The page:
Allen Toussaint performing at the 2007 Big Easy Music Awards, where he received Entertainer of the Year.
The heart, soul, brain and style of New Orleans music has died. Allen Toussaint — the architect of New Orleans funk and R&B, having written, arranged and produced countless New Orleans hits, and whose fingerprints are unmistakable throughout rock 'n' roll history — died in the early morning on Nov. 10 following a performance in Spain, reports WWL-TV. He was 77.
With his band The Flamingos (featuring neighbor Snooks Eaglin) based out of his parents' shotgun home in Gert Town, Toussaint played piano at gigs around town, later hanging around Cosimo Matassa's J&M Recording Studio with Dr. John, among other familiar New Orleans artists, picking up session gigs. He dropped out of high school to pursue his songwriting career.
In the early '60s, Toussaint was hired to play piano in place of an absent Harold Battiste at the Minit Records studios, penning priceless hits for Irma Thomas ("It's Raining," "Ruler of My Heart"), Ernie K-Doe ("Mother-in-Law," "A Certain Girl"), Benny Spellman ("Fortune Teller") and Lee Dorsey ("Ya Ya"), among others. After a brief stint in the Army, Toussaint returned with Dorsey's hits "Ride Your Pony" and "Working in a Coal Mine," among the first on Toussaint's new imprint Sansu. In the early '70s, he opened Sea-Saint studio in Gentilly.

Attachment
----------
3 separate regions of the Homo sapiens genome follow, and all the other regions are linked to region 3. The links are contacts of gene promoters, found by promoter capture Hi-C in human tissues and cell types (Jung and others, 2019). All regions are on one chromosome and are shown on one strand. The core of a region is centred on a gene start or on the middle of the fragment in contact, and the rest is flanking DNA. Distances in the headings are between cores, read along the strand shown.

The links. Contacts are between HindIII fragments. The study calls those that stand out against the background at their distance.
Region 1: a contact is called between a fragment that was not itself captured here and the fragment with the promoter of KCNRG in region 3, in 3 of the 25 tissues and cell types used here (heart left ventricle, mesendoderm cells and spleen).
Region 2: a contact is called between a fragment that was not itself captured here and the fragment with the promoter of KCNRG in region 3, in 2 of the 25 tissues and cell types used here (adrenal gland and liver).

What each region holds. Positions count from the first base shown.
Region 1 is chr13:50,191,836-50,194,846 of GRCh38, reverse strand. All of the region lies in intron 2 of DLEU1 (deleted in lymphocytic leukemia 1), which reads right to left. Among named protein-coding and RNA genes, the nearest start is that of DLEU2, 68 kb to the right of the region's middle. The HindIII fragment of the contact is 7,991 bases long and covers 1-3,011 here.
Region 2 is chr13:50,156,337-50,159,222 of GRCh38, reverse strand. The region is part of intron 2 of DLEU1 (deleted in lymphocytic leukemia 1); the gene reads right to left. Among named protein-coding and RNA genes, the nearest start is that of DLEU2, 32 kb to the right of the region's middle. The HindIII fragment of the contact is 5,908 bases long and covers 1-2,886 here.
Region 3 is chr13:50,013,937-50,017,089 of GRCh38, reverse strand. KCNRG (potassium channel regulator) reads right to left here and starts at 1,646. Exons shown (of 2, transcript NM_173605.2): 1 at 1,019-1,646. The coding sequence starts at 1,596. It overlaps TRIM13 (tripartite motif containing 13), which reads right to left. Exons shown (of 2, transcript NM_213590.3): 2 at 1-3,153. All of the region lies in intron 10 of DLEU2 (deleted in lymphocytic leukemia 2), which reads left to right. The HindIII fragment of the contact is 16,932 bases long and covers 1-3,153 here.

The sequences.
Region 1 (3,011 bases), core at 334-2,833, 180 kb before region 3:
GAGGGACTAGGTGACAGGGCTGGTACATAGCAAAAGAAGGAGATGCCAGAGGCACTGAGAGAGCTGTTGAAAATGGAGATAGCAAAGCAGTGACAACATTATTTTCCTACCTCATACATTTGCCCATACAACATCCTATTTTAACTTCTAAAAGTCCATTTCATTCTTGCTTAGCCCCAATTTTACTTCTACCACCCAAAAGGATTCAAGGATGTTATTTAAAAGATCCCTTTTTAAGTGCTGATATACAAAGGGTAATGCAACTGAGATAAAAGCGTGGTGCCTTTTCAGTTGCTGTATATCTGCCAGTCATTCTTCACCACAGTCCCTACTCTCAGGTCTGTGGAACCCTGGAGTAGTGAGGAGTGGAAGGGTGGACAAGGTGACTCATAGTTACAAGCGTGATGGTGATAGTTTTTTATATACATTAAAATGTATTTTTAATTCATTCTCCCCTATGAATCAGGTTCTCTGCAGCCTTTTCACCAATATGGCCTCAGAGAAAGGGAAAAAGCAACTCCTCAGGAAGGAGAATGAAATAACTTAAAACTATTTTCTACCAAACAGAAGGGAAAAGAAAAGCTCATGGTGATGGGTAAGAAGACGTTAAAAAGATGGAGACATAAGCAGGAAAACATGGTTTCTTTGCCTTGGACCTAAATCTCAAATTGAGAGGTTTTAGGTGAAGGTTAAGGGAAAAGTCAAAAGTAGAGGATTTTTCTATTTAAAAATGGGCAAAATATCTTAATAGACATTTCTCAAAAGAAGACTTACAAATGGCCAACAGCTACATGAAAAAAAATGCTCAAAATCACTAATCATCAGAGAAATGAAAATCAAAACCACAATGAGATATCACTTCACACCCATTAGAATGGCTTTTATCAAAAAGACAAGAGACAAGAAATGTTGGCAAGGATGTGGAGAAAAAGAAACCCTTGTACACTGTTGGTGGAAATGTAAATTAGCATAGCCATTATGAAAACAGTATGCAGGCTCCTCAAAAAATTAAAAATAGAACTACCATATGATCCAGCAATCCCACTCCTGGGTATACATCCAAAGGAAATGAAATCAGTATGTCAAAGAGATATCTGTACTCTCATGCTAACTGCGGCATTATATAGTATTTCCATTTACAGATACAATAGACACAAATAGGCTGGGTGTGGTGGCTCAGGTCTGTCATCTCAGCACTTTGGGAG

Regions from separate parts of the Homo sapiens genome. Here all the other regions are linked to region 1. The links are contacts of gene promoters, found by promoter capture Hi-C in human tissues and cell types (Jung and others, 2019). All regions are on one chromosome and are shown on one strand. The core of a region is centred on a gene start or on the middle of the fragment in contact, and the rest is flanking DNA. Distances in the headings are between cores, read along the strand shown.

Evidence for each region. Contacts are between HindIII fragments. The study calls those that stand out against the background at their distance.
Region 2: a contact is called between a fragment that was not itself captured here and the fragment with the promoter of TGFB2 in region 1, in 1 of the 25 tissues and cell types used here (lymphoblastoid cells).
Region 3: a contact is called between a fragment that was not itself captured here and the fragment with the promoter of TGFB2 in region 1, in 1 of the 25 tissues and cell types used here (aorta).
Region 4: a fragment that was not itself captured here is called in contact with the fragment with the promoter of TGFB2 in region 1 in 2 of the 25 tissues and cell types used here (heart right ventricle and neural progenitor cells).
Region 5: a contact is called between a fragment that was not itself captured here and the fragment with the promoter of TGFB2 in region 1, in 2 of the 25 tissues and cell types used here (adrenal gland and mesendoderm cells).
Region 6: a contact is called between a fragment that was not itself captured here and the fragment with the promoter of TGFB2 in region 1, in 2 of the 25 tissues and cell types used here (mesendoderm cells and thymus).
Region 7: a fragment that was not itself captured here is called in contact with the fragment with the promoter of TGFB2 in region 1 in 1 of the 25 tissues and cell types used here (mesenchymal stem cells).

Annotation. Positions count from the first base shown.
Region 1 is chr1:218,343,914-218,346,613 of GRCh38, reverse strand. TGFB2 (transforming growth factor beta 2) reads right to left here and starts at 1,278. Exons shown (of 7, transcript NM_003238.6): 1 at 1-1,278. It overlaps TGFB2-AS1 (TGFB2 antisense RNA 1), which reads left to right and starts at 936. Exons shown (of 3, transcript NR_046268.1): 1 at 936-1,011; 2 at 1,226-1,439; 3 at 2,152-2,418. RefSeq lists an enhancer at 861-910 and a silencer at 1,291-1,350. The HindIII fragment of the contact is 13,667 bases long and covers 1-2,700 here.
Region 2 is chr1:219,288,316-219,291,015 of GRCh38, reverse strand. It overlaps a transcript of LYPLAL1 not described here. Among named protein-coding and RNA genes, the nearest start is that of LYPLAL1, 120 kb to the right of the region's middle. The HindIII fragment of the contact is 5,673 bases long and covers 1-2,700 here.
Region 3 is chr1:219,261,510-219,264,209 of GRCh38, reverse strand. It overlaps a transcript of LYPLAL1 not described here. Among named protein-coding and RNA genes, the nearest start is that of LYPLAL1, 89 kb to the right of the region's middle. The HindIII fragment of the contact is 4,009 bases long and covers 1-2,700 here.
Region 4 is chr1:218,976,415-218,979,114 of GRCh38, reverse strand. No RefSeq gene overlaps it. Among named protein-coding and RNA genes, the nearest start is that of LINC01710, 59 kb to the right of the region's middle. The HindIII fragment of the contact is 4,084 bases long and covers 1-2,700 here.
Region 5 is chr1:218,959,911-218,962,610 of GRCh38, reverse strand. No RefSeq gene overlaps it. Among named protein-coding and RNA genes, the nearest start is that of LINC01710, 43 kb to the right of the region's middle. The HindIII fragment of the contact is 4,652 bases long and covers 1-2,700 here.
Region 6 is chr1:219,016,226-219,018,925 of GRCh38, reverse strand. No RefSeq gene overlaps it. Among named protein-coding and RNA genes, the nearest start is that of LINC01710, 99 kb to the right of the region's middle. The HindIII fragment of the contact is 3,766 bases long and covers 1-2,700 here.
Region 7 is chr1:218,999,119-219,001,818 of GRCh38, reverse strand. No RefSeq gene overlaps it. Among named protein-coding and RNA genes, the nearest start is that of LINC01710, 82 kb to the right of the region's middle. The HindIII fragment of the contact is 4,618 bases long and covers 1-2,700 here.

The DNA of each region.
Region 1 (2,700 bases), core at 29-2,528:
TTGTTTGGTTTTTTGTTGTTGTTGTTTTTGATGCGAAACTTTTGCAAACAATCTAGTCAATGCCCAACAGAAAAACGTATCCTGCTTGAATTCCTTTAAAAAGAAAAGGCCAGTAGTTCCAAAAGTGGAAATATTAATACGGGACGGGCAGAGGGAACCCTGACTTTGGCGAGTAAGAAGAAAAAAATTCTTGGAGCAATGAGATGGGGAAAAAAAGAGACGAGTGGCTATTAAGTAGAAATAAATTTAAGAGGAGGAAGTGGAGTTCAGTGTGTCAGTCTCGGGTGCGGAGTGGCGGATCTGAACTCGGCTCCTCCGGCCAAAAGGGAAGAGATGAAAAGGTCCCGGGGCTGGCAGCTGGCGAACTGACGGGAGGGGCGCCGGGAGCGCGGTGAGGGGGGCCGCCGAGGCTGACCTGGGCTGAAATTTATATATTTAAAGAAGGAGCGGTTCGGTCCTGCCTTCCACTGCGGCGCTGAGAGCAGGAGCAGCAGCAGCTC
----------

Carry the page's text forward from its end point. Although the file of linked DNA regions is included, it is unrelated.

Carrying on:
"Most of the songs that I've written, if it wouldn't have been for that artist, that song wouldn't have been written," he said a 2013 interview with WWL-TV.
"He was able, especially so among the writers I've known, to write the songs that best fit the artists," Matassa told Alison Fensterstock in Gambit in 2007 (Matassa died in 2014). "A talented person can let you know who's boss, what it's all about and also get the best performance. [Toussaint would] come in with prearranged arrangements, and then adapt them based on what was going on with the musicians. He's a perfectionist. And he kept a fresh sound that was appropriate to every performer. It was astounding how he could create a song and arrange it and wrap it around a particular performer."
Toussaint helmed the burgeoning New Orleans funk sound from The Meters, producing seven albums including the band's 1969 debut and its classic opening track "Cissy Strut," as well as the Mardi Gras Indian funk from The Wild Tchoupitoulas on its self-titled 1976 album. Toussaint also reunited with K-Doe, to pen 1970's "Here Come the Girls," and Dr. John, to produce Mac's definitive 1973 album In the Right Place.
He also expanded into pop and non-New Orleans music production, from LaBelle's 1974 hit "Lady Marmalade" to Glen Campbell and Paul McCartney, whose famous New Orleans visit in 1975 included recording sessions at Sea-Saint for Wings' Venus and Mars.
"The city's soul is alive and well in New Orleans, and I just love that. It's very important for the future." — Allen Toussaint in 2007
Toussaint's piano felt heavy — there's the dense bass on "Get Out My Life Woman" — and could roll as easily as it bounced, a powerfully funky set of moves adapting Professor Longhair for any mood and artist. His arrangements propelled a beat. The singer could live in the world he made for them.